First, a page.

The ureilite class is named after the type example Novo-Urei, Russia that fell in 1886 and is one of the strangest of meteorites. Ureilites contain olivine and pyroxenes (pigeonite, augite, or orthopyroxene, depending on the sample) with filling of the intergranular spaces by graphite (rarely, tiny diamonds), Fe metal with very low Ni, sulfides, Fe3C and minor accessory phases. These minerals form ugly, dark, opaque masses that we refer to as carbonaceous-metal-silicate-masses or CMSM. Mineral rims and internal fractures appear to be encrusted with carbon (graphite) and tiny metal grains. Iron in the metal probably originated by reduction of oxidized iron (FeO) in silicates by reaction with graphite at some moderate to high temperature. Diamonds may have formed from graphite via impact-induced solid-state transformation, although it is more likely that they formed by vapor deposition.
Their origin is highly controversial. One school of thought is that they were formed in the interior of a parent body with cumulate crystals that formed crystal layers. Evidence of this is shown in some ureilites ( shown below) where grains are aligned in preferred orientation. A counter suggestion is that they represent a residuum of unmelted material after a partial melt liquid was drawn off (like ham hocks after the broth is removed). Other ideas are that they are unprocessed materials and never melted or they are mixtures of carbonaceous chondrite and basaltic rock melts.
Probably more than 80% of ureilites are classified as typical, characterized by olivine and pyroxene grains that are < one mm in size, anhedral with 120° triple junctions, and are devoid of plagioclase. A small number of poikilitic grains may be present (pyroxene grains included in olivine or the reverse association). Mosaicized ureilites are typified by finer grain size, probably as the result of recrystallization from shock. A few ureilites are classified as bimodal and are extremely heterogeneous with respect to grain size and mineral content. Some pyroxene grains may reach one to nearly two cm in size.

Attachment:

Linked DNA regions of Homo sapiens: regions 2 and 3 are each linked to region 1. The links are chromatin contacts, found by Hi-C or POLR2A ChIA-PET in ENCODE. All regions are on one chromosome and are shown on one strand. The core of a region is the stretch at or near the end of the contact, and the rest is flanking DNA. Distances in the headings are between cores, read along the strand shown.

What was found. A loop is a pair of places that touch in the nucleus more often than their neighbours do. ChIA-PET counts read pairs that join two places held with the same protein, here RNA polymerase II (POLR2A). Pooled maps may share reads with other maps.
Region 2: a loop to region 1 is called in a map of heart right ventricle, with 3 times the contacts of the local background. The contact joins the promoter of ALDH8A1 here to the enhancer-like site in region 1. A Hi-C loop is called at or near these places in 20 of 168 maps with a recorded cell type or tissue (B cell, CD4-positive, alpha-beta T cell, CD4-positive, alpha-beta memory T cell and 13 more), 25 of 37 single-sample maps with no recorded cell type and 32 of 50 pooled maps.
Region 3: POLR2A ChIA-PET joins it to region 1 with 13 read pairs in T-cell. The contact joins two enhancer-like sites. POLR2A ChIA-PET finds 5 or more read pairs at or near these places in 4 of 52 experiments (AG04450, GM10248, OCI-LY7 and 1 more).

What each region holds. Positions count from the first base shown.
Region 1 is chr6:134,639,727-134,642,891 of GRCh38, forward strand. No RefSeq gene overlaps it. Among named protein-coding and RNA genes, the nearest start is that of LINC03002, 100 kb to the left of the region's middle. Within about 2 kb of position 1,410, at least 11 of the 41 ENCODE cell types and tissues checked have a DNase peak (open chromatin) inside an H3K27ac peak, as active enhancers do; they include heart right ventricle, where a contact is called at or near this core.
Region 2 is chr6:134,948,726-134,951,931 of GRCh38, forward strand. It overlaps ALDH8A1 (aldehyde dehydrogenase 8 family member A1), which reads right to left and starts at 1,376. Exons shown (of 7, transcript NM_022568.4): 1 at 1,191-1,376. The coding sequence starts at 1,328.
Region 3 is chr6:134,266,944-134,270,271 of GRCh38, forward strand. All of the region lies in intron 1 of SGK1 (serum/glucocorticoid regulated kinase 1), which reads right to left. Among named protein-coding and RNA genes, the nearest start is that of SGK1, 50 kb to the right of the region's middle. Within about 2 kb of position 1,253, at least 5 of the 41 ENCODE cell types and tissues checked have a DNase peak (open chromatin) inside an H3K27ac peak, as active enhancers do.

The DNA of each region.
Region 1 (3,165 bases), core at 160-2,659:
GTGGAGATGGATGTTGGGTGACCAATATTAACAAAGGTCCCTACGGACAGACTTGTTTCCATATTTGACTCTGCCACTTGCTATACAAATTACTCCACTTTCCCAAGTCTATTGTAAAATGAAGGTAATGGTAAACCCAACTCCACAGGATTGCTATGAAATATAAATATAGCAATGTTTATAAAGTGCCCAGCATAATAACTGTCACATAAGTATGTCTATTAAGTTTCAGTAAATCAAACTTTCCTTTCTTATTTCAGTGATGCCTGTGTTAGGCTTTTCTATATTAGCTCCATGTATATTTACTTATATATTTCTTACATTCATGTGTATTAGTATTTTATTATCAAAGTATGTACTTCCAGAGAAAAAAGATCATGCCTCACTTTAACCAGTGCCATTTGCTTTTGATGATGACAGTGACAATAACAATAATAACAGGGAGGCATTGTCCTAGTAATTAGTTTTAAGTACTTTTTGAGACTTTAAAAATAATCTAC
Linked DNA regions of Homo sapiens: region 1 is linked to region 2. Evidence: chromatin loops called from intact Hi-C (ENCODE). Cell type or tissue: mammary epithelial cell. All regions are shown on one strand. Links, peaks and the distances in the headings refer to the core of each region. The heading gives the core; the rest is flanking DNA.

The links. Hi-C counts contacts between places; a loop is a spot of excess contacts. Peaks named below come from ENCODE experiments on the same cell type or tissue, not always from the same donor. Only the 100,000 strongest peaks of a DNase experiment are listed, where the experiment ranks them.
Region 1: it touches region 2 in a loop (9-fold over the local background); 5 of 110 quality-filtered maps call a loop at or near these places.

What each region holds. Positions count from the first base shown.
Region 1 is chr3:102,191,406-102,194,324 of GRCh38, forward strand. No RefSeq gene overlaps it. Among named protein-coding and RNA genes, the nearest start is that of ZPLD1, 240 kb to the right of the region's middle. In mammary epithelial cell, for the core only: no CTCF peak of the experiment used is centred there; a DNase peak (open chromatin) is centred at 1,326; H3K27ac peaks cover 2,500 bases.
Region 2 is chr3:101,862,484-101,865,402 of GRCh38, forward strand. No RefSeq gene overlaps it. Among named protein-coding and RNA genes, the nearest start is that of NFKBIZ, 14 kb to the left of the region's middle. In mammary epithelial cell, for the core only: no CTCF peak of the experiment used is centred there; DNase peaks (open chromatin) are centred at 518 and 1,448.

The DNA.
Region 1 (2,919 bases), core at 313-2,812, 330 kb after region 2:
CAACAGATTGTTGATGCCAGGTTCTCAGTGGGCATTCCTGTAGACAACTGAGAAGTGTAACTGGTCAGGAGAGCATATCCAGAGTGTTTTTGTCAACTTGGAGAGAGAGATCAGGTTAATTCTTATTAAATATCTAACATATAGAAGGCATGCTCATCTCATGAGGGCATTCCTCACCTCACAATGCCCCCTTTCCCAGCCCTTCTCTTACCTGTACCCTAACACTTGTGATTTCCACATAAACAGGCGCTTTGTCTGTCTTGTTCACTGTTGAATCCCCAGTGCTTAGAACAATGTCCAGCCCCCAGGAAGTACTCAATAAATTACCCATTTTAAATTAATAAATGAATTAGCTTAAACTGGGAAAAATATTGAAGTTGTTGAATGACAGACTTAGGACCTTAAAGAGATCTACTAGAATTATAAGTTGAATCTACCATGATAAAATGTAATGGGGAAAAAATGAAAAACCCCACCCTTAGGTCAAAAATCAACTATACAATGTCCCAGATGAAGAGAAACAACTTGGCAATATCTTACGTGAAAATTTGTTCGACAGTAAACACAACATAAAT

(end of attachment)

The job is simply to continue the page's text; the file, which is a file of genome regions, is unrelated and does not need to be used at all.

After classifying several dozen ureilites, we began to see a pattern of increased reduction of olivine and to a lesser extent, pyroxenes, compared with a concomitant loss of graphite. From these observations, we have developed an additional classifying element that is very useful in distinguishing various types of ureilites akin to the petrologic grades for ordinary chondrites. For example, in those ureilites that have unaltered graphite, little or no interstitial metal, and very lightly reduced silicates, we assign a reduction grade of R1, which is the least reduced and R5 for the most reduced where no graphite remains, large amounts of interstitial metal are present, and olivine rims are heavily reduced with over 50 vol % of grain mass affected (see Table). These characteristics are qualitative and we offer no discussion on their origin. Reduction grades are assigned based upon the state of the entire sample; areas within individual ureilites may reflect variable degrees of reduction.
|Degree of Reduction||R1 (lowest)||R2||R3||R4 (highest)|
|Graphite/metal (vol. %)||>10||10-1||1||0|
|Rim thickness of reduced olivine||<15 μm||15-50 μm||<50 vol. %||>50 vol . % of olivine|
|Degree of hardness||soft||medium||very hard||extreme|
Replacement textures of metal for graphite in the interstices between silicates (“veins”) are commonly observed in R1 and R2. These textures show the replacement of graphite by Fe metal from the reaction:
FeSiO3 (in olivine) + C (graphite) → Fe (metal) + CO + SiO2
This reaction is supported by the observed presence of: Fe-poor olivine with tiny metal inclusions in the reduced rims, SiO2 and additional metal in the “veins”, and the loss of graphite, the amounts being consistent with the degree of reduction.